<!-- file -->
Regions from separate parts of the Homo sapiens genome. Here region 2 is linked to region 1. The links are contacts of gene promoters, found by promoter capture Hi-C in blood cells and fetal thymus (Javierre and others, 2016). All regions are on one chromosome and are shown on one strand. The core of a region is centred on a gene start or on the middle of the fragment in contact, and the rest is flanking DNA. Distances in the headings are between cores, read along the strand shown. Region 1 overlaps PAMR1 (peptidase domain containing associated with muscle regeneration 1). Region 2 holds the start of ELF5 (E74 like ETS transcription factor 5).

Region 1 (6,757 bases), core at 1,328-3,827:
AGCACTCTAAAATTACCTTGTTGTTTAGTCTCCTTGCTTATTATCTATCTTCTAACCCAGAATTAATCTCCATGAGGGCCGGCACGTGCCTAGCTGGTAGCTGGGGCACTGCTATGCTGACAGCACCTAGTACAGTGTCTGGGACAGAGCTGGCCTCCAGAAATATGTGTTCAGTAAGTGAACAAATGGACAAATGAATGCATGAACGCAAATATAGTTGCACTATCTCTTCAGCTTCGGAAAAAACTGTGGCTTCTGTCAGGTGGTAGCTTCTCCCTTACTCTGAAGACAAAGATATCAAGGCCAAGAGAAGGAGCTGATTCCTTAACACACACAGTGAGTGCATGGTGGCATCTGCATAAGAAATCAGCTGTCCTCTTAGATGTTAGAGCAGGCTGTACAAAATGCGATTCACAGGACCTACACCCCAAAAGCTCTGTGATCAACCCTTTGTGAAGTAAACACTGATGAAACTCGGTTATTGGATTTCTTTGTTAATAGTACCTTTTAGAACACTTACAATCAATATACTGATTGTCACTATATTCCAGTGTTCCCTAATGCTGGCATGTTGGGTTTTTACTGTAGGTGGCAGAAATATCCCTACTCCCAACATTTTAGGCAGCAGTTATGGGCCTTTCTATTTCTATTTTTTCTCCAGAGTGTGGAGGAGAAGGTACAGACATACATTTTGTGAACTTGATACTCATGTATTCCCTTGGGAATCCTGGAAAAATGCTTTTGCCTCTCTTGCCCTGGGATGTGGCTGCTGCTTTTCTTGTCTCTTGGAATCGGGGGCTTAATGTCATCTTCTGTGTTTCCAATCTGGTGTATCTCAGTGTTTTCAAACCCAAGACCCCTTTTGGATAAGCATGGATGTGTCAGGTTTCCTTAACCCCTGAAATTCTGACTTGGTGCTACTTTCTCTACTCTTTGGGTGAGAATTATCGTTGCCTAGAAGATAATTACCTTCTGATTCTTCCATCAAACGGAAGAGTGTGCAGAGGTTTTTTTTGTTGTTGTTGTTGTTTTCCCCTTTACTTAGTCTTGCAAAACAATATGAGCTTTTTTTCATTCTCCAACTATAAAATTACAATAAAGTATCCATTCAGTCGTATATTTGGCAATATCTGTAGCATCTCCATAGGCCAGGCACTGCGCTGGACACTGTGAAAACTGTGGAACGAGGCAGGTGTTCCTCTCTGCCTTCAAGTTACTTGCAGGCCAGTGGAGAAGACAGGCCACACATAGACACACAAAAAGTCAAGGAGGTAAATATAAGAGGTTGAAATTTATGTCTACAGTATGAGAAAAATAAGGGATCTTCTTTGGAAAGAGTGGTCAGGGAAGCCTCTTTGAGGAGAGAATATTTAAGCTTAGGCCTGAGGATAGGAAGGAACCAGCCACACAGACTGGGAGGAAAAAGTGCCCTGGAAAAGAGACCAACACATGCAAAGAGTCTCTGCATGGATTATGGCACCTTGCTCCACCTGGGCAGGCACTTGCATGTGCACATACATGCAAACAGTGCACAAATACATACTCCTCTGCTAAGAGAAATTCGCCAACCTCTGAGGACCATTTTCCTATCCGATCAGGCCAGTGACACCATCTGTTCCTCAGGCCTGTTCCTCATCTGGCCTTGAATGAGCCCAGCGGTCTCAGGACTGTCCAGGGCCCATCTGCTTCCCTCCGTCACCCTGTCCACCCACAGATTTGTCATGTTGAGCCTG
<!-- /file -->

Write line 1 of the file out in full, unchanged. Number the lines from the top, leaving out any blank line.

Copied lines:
Regions from separate parts of the Homo sapiens genome. Here region 2 is linked to region 1. The links are contacts of gene promoters, found by promoter capture Hi-C in blood cells and fetal thymus (Javierre and others, 2016). All regions are on one chromosome and are shown on one strand. The core of a region is centred on a gene start or on the middle of the fragment in contact, and the rest is flanking DNA. Distances in the headings are between cores, read along the strand shown. Region 1 overlaps PAMR1 (peptidase domain containing associated with muscle regeneration 1). Region 2 holds the start of ELF5 (E74 like ETS transcription factor 5).